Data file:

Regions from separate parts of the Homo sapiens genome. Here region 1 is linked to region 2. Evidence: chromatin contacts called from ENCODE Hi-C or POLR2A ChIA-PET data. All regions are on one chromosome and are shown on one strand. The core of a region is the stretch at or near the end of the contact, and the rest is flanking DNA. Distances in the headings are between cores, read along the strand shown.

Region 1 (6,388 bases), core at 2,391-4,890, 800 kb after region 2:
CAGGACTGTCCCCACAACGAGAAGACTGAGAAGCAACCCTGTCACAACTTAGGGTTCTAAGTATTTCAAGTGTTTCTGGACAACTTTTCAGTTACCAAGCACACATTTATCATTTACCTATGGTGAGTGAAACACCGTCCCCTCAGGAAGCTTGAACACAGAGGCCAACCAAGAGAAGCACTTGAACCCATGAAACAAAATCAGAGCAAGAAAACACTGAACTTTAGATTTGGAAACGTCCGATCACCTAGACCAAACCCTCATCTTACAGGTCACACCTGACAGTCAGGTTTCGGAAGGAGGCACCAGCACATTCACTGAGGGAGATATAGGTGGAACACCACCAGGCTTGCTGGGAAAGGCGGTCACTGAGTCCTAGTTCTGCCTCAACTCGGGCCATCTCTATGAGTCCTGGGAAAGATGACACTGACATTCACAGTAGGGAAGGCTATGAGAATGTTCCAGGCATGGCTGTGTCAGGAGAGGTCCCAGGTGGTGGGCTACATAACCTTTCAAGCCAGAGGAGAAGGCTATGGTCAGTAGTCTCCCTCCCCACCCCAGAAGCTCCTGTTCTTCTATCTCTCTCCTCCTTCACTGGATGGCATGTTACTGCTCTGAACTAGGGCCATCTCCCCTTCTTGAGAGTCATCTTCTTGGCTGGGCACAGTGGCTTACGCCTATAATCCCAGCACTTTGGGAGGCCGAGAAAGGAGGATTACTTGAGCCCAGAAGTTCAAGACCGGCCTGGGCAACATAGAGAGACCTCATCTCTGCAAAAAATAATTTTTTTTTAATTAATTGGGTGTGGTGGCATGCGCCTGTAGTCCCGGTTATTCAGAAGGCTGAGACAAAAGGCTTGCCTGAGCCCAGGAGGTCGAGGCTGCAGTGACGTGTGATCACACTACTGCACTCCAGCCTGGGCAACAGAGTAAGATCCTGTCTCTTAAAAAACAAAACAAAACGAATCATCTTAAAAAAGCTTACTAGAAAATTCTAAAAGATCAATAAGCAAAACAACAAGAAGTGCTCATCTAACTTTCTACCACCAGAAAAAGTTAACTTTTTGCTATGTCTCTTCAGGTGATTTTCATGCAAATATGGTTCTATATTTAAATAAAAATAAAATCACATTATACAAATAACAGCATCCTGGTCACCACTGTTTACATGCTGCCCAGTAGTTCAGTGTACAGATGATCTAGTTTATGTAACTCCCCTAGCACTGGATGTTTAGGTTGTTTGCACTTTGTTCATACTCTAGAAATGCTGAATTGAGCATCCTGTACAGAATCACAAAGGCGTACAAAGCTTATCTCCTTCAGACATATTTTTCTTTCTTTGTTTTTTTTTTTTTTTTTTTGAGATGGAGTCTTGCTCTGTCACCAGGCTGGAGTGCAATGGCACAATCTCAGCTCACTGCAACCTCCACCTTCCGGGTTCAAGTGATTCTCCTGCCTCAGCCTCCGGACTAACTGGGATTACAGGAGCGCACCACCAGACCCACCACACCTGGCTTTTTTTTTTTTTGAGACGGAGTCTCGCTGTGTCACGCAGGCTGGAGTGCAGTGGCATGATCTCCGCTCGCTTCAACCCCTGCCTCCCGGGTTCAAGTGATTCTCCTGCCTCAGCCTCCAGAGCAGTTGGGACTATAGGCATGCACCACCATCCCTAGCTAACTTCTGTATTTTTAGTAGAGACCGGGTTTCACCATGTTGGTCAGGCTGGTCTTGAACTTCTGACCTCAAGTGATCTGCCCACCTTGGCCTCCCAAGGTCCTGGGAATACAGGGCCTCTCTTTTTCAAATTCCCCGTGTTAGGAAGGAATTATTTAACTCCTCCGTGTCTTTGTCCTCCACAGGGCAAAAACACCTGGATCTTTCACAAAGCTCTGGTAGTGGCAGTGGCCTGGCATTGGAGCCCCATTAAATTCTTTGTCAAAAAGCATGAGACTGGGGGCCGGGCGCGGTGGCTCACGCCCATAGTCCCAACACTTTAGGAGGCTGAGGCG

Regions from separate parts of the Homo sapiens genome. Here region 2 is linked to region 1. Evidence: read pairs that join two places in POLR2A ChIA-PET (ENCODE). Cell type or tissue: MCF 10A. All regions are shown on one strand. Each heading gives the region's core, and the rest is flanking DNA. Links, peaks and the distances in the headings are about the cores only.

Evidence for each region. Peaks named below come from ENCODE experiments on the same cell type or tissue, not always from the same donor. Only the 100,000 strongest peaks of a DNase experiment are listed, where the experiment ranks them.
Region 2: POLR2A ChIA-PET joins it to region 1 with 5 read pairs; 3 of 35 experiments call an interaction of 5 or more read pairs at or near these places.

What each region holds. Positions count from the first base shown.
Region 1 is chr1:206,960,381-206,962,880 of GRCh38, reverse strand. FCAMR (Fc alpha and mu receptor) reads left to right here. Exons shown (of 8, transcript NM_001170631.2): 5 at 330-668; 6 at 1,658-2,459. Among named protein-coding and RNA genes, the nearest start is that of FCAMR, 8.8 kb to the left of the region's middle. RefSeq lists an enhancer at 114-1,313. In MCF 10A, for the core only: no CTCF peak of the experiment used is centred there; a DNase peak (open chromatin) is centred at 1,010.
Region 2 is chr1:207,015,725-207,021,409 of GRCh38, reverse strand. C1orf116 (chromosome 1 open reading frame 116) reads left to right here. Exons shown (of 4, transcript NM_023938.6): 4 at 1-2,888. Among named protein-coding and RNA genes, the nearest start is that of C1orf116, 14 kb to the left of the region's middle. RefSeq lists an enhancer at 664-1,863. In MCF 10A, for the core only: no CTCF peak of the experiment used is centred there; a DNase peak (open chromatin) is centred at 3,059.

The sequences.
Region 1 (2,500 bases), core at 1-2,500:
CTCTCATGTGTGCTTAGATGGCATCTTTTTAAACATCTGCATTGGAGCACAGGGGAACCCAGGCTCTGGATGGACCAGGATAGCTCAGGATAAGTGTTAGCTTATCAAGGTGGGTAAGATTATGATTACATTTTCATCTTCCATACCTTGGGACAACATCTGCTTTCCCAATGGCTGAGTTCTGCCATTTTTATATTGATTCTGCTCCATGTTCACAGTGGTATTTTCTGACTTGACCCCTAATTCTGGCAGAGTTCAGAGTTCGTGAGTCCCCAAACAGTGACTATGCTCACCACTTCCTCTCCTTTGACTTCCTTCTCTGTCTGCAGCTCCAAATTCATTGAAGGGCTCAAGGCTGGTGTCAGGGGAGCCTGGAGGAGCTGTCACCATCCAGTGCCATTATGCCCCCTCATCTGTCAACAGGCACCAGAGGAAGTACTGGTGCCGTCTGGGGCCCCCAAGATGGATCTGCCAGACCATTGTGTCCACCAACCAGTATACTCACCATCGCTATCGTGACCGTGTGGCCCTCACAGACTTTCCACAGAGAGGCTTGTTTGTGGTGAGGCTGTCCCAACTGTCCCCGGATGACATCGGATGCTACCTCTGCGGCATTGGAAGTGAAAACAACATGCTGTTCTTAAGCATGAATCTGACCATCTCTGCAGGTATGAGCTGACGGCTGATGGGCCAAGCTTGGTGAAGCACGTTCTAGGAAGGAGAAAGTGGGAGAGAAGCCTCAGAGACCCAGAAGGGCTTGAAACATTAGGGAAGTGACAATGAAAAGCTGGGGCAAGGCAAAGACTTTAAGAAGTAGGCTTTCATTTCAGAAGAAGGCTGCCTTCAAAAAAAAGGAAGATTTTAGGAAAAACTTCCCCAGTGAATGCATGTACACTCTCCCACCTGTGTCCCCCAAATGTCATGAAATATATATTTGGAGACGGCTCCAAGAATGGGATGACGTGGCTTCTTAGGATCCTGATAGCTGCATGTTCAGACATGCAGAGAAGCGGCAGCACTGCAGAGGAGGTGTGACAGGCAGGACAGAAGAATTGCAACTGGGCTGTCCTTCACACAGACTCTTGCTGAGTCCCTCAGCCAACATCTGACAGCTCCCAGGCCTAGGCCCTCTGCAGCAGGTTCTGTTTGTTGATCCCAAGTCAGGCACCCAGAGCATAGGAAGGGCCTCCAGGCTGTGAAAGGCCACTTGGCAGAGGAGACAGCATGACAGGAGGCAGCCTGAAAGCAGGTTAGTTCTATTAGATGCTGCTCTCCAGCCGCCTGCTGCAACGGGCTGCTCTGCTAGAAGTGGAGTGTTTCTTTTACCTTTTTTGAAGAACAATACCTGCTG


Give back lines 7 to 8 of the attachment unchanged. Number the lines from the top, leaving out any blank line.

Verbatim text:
What each region holds. Positions count from the first base shown.
Region 1 is chr1:206,960,381-206,962,880 of GRCh38, reverse strand. FCAMR (Fc alpha and mu receptor) reads left to right here. Exons shown (of 8, transcript NM_001170631.2): 5 at 330-668; 6 at 1,658-2,459. Among named protein-coding and RNA genes, the nearest start is that of FCAMR, 8.8 kb to the left of the region's middle. RefSeq lists an enhancer at 114-1,313. In MCF 10A, for the core only: no CTCF peak of the experiment used is centred there; a DNase peak (open chromatin) is centred at 1,010.